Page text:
Subversive Preston Sturges and Morgan’s Creek

Eddie Bracken just looks funny. It’s not in a physically distorted way; it has something to do with the innocent, cherubic quality of his face that makes you smile. And when he starts moving? You start to laugh.

When you bring that together with a mischievous writer-director like Preston Sturges, you don’t simply get one of the funniest movies ever made; you get one of the most charmingly subversive ones.

The Miracle of Morgan’s Creek (1944)

Directed by Preston Sturges

“What Preston tried to do was obey the letter of the law for the Production Code, but ignore, in its entirety, the very spirit of that law.”
– Sandy Sturges, wife of Preston Sturges –

Without a doubt, The Miracle of Morgan’s Creek is one of the funniest movies I’ve ever seen.

For me, it is the funniest of all Preston Sturges’s movies – and that is saying something. I wouldn’t argue it is his best, not when he later went on to make Sullivan’s Travels and The Lady Eve, but it’s the funniest.

It is also one of the most subversive movies ever made as it blithely obeys the letter of the law while simultaneously thumbing its nose at it. In this case, the “law” is Hollywood’s Production Code, aka the Hays Office, that dictated what could and should be allowed on film.

Here, Sturges’ card sharp directing bamboozles them as he broke all the rules while sticking to them.

A disappointed Norval (Eddie Bracken) won't be taking Trudy (Betty Hutton) to the movies.

It’s the comedy that allows him to do this bit of cinematic sleight-of-hand. While never overtly stating something, the subtext is pretty obvious – unless you’re laughing so hard you forget to pay attention.

Starring Betty Hutton and Eddie Bracken, The Miracle of Morgan’s Creek is about Trudy Kockenlocker (Hutton), a wide-eyed girl determined to go to a dance “for our boys” who are going off to war. Her father, the suspicious and protective Constable Edmund Kockenlocker (William Demarest), nixes the idea.

But Trudy is resolved to go and, using her friend Norval Jones (Bracken), she does by pretending to go to the movies with Norval. The word “using” is exactly right because Norval is in love with an uninterested Trudy. She uses his devotion to her advantage because he’ll do just about anything for her.

Sisters Emmy and Trudy try to figure out what to do about Trudy's problem (Diana Lynn and Betty Button).

Unfortunately for Trudy, while at the dance she unwittingly gets drunk (though she denies she was drunk) and gets married, though she can’t remember the marriage or who the husband is. Whoever the someone is has likely gone overseas by now.

Trudy is also pregnant, though this isn’t stated overtly. She becomes so distraught over her situation, she even considers the idea of killing herself until her much smarter younger sister (Diana Lynn) suggests she marry Norval for the sake of propriety and appearances. But can she marry when she is already married, even if it was under an assumed name?

Keep in mind that all this plot information comes to us quickly and furiously and hilariously as we watch the movie. As we watch, we’re not really aware of how many taboo subjects (from the Hays’ perspective) that Sturges is playing with. Think of it: he has touched on a fatherless pregnancy, suicide and bigamy. Each on its own would have been verboten in 1944. All three together? Oy!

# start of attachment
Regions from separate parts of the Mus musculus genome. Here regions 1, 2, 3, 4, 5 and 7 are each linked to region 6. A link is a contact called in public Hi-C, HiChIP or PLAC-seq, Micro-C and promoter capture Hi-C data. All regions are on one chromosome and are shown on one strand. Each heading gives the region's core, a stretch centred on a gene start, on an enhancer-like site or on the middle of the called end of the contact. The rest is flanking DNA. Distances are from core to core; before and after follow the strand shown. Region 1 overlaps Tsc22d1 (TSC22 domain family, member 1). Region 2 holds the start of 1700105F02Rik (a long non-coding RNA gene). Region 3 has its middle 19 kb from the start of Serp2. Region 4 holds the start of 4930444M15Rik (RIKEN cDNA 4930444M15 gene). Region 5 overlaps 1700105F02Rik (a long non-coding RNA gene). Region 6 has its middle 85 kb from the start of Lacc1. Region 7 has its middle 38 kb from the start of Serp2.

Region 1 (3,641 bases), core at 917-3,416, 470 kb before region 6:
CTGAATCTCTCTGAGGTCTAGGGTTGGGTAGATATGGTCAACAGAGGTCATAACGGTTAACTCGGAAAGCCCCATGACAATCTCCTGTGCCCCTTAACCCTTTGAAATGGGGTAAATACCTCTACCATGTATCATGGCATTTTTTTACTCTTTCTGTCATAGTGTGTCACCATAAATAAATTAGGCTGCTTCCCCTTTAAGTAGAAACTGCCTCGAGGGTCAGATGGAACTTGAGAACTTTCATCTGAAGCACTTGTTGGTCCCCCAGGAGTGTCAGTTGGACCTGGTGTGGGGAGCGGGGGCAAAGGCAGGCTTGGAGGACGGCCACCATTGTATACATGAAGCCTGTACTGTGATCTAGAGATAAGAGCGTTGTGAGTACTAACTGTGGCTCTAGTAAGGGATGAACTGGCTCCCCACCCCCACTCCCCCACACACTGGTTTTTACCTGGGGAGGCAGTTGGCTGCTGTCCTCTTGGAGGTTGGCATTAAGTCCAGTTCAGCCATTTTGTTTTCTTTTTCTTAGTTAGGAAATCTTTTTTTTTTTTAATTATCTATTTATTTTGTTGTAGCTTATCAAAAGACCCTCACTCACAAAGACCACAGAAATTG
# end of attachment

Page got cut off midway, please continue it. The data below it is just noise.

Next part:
And the movie has scarcely begun!

While the comedy and his use of misdirection allow Sturges to handle subjects like these without eyebrows being raised, the innocence of his main characters (Trudy and Norval) also gives him some license. It’s impossible to think of either as a “wicked” kid trying to get away with something. They’re two young people caught up in circumstances.

Norval (Eddie Bracken - right) greeted by the Kockenlocker family (William Demarest, Diana Lynn and Betty Hutton).

The usual Sturges comic elements are here: smart, witty dialogue, pratfalls and reaction shots. But unlike a movie like The Lady Eve, for example, there is nothing sophisticated in his main characters; they’re too young and innocent for that. If there is something humourously clever in what they say, the character isn’t aware of it. (In The Lady Eve, Barbara Stanwyck’s Jean is always aware of her meaning and her double entendre’s.)

One of the primary reason’s The Miracle of Morgan’s Creek is so damned funny is Eddie Bracken and the astonishing elasticity he brings to his face and body. It is pure slapstick and it is screamingly funny. His physicality together with his timing are nothing less than brilliant. In contemporary movies, the only actor (and movie) I can think of that even comes close to something similar is Lee Evan’s performance in Mouse Hunt (1997).

Any appreciation of an art form is almost by definition subjective but nothing seems to be more subjective than comedy. What causes one person to roll on the floor laughing may elicit no more than a yawn from someone else. Yet I find it hard to imagine anyone not finding Bracken funny in this movie. Personally, this is my favourite kind of comedy: slapstick mixed with verbal wit in a farce-like presentation. In other words, screwball comedy.

Raising daughters can be a challenge.

Hutton is equally good in her role as Trudy, a young girl who is innocent on one hand yet also manipulative on the other, at least where her father and Norval are concerned.

As her father, William Demarest plays his standard cross character though here he is much more engaged in pratfalls than I’ve seen him in other movies. I can’t help thinking he had a sore rear end at the end of the making of this one.

On so many levels and in so many ways, The Miracle of Morgan’s Creek leaves other comedies in the dust. I think it should be required viewing for anyone even thinking about making a comedy.

Leave a Reply